Showy Crepe Myrtle, pride of the tropics

Pride of India is a species of Lagerstroemia (Crepe Myrtle) from China, Cambodia, Myanmar, Thailand, Vietnam, Indonesia, Malaysia, and the Philippines. As you will have noticed, not from India, although there are numerous references (logically with a common name like this) to it growing in that country.

More reliably perhaps, a scientific paper on the reproduction of the species specifies its range in India as 'across the Northern Himalayas and Western Ghats'.

The increasingly commonly planted Crepe Myrtle in southern Australia is Lagerstroemia indica, definitely from India in this case - plus a few other nearby countries - although there are other native and exotic species available in horticulture. Most of them are bursting into flower across Melbourne as I write. All up there are about 55 species of Lagerstroemia, growing naturally in Australia, eastern Asia and through into Japan.

We don't grow Pride of India, Lagerstroemia speciosa, in the Melbourne Gardens but there is (or was) a specimen in Sydney's Royal Botanic Garden, and it is commonly grown in the tropics. You will see more often around Melbourne cultivars of Lagerstroemia x matthewsii, a cross between Lagerstroemia speciosa and Lagerstroemia indica, and various mixes and selections of this hybrid and the species. My pictures of the Pride of India are from outside a church in Darwin, Northern Territory.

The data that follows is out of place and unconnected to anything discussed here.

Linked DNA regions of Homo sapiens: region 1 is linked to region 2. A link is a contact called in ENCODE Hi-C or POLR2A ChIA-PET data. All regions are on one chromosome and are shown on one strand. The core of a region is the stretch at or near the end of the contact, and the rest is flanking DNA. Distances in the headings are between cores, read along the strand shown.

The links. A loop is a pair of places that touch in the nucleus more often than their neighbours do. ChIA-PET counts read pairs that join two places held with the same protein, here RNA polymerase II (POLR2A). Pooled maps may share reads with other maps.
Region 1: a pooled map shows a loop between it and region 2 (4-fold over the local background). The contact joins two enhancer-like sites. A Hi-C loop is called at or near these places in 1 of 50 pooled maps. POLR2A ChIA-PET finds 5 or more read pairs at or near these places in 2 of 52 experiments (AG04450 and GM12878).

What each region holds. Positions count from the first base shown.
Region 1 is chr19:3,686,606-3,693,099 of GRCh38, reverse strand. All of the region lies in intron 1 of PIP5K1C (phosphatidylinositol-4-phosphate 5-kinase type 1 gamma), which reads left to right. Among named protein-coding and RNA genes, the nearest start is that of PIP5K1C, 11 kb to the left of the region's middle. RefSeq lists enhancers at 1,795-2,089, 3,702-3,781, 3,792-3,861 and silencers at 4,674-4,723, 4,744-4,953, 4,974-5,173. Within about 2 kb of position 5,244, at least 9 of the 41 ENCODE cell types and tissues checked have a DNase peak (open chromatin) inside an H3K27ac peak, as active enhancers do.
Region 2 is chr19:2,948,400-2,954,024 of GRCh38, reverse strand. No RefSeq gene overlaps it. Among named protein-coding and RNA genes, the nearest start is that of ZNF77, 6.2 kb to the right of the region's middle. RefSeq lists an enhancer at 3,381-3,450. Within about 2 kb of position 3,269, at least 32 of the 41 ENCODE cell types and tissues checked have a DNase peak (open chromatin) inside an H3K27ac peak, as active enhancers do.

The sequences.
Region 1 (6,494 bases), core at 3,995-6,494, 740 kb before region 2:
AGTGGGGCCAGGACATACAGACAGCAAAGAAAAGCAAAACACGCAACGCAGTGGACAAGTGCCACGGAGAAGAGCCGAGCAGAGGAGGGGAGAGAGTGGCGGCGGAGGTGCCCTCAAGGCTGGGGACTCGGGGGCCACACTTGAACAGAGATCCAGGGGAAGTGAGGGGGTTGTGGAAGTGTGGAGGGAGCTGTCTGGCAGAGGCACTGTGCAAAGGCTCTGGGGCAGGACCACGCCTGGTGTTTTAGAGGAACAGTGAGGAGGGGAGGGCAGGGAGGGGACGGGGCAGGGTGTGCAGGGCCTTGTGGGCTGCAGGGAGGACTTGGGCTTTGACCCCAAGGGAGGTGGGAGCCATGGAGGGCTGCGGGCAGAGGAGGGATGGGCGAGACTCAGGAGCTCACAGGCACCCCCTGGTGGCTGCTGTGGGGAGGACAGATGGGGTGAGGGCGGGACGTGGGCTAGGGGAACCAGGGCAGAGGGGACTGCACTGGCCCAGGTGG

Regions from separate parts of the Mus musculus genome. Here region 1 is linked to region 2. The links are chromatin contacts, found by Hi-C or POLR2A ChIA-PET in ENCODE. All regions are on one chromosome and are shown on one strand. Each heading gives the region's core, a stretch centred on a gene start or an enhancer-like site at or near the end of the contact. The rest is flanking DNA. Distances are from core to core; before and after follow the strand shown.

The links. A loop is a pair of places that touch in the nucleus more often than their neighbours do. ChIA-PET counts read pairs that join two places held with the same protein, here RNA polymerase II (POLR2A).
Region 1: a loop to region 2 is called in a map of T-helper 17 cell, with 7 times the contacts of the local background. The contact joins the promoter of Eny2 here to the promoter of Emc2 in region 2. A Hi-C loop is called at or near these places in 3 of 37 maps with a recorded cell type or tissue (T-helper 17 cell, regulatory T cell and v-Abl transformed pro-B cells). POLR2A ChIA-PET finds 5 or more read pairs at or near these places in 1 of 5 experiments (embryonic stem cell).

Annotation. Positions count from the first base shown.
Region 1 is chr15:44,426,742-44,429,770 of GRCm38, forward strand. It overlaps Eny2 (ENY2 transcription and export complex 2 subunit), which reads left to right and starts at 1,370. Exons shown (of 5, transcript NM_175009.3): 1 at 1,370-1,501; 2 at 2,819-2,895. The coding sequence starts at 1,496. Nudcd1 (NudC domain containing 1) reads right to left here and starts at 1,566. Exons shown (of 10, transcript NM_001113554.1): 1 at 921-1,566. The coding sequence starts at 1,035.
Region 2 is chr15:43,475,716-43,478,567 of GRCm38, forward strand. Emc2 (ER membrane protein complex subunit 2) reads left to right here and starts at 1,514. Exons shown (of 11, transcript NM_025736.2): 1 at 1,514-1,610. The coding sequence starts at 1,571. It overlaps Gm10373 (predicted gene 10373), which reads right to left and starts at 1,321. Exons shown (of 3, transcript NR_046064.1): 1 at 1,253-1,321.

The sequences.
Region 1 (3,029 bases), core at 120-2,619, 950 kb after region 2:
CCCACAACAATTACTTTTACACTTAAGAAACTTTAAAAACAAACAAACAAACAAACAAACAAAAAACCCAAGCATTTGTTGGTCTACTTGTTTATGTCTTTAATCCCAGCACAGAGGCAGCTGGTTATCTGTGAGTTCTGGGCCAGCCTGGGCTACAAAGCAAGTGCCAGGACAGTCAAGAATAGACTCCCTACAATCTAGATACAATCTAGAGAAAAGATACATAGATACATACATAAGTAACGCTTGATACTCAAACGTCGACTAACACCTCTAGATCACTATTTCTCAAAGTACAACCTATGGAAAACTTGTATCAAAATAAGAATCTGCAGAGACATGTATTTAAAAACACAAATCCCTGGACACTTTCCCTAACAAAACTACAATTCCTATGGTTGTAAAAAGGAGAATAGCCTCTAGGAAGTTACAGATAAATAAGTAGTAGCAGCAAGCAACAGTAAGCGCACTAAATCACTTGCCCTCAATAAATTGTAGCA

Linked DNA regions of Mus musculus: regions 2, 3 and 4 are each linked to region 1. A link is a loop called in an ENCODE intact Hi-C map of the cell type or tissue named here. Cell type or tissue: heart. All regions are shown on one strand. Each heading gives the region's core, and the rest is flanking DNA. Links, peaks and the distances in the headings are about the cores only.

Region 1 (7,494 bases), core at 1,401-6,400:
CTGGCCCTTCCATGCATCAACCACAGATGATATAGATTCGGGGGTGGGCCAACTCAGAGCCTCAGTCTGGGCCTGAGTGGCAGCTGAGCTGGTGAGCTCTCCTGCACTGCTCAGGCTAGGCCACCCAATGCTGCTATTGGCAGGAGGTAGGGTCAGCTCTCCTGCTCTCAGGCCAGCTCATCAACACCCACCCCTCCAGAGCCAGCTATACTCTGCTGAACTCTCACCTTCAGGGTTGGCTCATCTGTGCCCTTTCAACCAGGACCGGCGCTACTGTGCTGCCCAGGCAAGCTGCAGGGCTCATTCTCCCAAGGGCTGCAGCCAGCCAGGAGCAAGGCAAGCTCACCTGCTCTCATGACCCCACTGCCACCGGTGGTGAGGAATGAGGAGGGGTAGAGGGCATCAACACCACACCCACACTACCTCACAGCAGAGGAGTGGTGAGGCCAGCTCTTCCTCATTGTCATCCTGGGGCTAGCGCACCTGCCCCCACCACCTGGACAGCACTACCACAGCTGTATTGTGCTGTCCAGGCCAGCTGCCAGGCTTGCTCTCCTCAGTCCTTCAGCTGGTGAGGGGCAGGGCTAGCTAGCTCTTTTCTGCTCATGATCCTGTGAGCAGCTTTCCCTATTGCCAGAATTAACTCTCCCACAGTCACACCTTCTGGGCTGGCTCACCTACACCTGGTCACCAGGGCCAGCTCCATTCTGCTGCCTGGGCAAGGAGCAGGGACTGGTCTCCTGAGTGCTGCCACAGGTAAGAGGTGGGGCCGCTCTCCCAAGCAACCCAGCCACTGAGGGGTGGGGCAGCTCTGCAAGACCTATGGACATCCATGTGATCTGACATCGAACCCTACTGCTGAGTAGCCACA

The species name 'speciosa' means showy or spectacular. The leaves are big, for the genus, and the flowers certainly grab your attention. They are big and in a prominent flowering stem.

The petals are crumpled, as they are in most of the family Lythraceae - a family which also includes the Victorian (apparently) native, Purple Loosestrife (Lythrum salicaria), a vigorous plant of wet areas in both our Royal Botanic Gardens Victoria sites.

You might also notice this picture the many stamens - the male parts bearing yellow anthers full of pollen. Reputedly each flower has 130 to 200 stamens.

The fruit is a capsule, splitting to released winged seeds.

The wood of the species seems to be something of which we should be particularly proud. In India, where we'll say it's native, the wood is used for construction of furniture, buildings, boats and rail sleepers. The wood is tough, durable and water resistant.

Other parts of the plant have more transient uses such as the leaves being used to make a tea, leaf extracts being used as a insulin-like treatment for diabetes, and the fruits used - somehow - to cure mouth ulcers. Take care with this plant though - some parts are 'astringent', others are poisonous.


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